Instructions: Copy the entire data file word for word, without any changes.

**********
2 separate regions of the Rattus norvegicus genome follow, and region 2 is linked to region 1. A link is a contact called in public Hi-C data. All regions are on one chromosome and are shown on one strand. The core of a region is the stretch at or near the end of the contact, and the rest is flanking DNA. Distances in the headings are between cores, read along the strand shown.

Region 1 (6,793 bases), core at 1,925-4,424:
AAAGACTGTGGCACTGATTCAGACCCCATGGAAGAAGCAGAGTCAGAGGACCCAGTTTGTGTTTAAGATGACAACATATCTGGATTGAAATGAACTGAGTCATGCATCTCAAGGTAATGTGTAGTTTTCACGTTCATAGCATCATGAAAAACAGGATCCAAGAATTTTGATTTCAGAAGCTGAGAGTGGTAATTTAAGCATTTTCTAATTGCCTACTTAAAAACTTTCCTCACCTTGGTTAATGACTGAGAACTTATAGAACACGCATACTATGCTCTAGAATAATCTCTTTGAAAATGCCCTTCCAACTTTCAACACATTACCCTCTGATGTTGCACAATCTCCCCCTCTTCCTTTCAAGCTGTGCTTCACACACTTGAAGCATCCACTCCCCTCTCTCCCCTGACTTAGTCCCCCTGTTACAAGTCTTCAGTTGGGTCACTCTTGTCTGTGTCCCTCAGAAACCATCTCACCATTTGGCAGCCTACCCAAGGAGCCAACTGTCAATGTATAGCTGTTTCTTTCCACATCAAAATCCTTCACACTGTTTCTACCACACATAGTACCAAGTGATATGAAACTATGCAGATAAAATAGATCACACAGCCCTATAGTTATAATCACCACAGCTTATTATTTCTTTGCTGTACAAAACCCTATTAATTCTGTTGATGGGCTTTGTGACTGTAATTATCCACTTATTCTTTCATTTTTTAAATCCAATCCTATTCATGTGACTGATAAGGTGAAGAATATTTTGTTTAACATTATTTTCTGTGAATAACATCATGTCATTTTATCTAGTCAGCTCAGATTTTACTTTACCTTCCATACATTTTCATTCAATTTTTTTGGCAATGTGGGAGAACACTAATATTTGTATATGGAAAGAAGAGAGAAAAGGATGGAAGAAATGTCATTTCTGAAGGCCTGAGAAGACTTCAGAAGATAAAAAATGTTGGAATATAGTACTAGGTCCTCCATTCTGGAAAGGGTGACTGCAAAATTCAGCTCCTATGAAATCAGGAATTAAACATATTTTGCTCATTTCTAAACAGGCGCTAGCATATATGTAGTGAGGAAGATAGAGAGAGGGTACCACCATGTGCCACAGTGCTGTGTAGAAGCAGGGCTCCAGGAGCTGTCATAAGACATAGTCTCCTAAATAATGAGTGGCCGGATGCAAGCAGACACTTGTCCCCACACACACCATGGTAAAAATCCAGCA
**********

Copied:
2 separate regions of the Rattus norvegicus genome follow, and region 2 is linked to region 1. A link is a contact called in public Hi-C data. All regions are on one chromosome and are shown on one strand. The core of a region is the stretch at or near the end of the contact, and the rest is flanking DNA. Distances in the headings are between cores, read along the strand shown.

Region 1 (6,793 bases), core at 1,925-4,424:
AAAGACTGTGGCACTGATTCAGACCCCATGGAAGAAGCAGAGTCAGAGGACCCAGTTTGTGTTTAAGATGACAACATATCTGGATTGAAATGAACTGAGTCATGCATCTCAAGGTAATGTGTAGTTTTCACGTTCATAGCATCATGAAAAACAGGATCCAAGAATTTTGATTTCAGAAGCTGAGAGTGGTAATTTAAGCATTTTCTAATTGCCTACTTAAAAACTTTCCTCACCTTGGTTAATGACTGAGAACTTATAGAACACGCATACTATGCTCTAGAATAATCTCTTTGAAAATGCCCTTCCAACTTTCAACACATTACCCTCTGATGTTGCACAATCTCCCCCTCTTCCTTTCAAGCTGTGCTTCACACACTTGAAGCATCCACTCCCCTCTCTCCCCTGACTTAGTCCCCCTGTTACAAGTCTTCAGTTGGGTCACTCTTGTCTGTGTCCCTCAGAAACCATCTCACCATTTGGCAGCCTACCCAAGGAGCCAACTGTCAATGTATAGCTGTTTCTTTCCACATCAAAATCCTTCACACTGTTTCTACCACACATAGTACCAAGTGATATGAAACTATGCAGATAAAATAGATCACACAGCCCTATAGTTATAATCACCACAGCTTATTATTTCTTTGCTGTACAAAACCCTATTAATTCTGTTGATGGGCTTTGTGACTGTAATTATCCACTTATTCTTTCATTTTTTAAATCCAATCCTATTCATGTGACTGATAAGGTGAAGAATATTTTGTTTAACATTATTTTCTGTGAATAACATCATGTCATTTTATCTAGTCAGCTCAGATTTTACTTTACCTTCCATACATTTTCATTCAATTTTTTTGGCAATGTGGGAGAACACTAATATTTGTATATGGAAAGAAGAGAGAAAAGGATGGAAGAAATGTCATTTCTGAAGGCCTGAGAAGACTTCAGAAGATAAAAAATGTTGGAATATAGTACTAGGTCCTCCATTCTGGAAAGGGTGACTGCAAAATTCAGCTCCTATGAAATCAGGAATTAAACATATTTTGCTCATTTCTAAACAGGCGCTAGCATATATGTAGTGAGGAAGATAGAGAGAGGGTACCACCATGTGCCACAGTGCTGTGTAGAAGCAGGGCTCCAGGAGCTGTCATAAGACATAGTCTCCTAAATAATGAGTGGCCGGATGCAAGCAGACACTTGTCCCCACACACACCATGGTAAAAATCCAGCA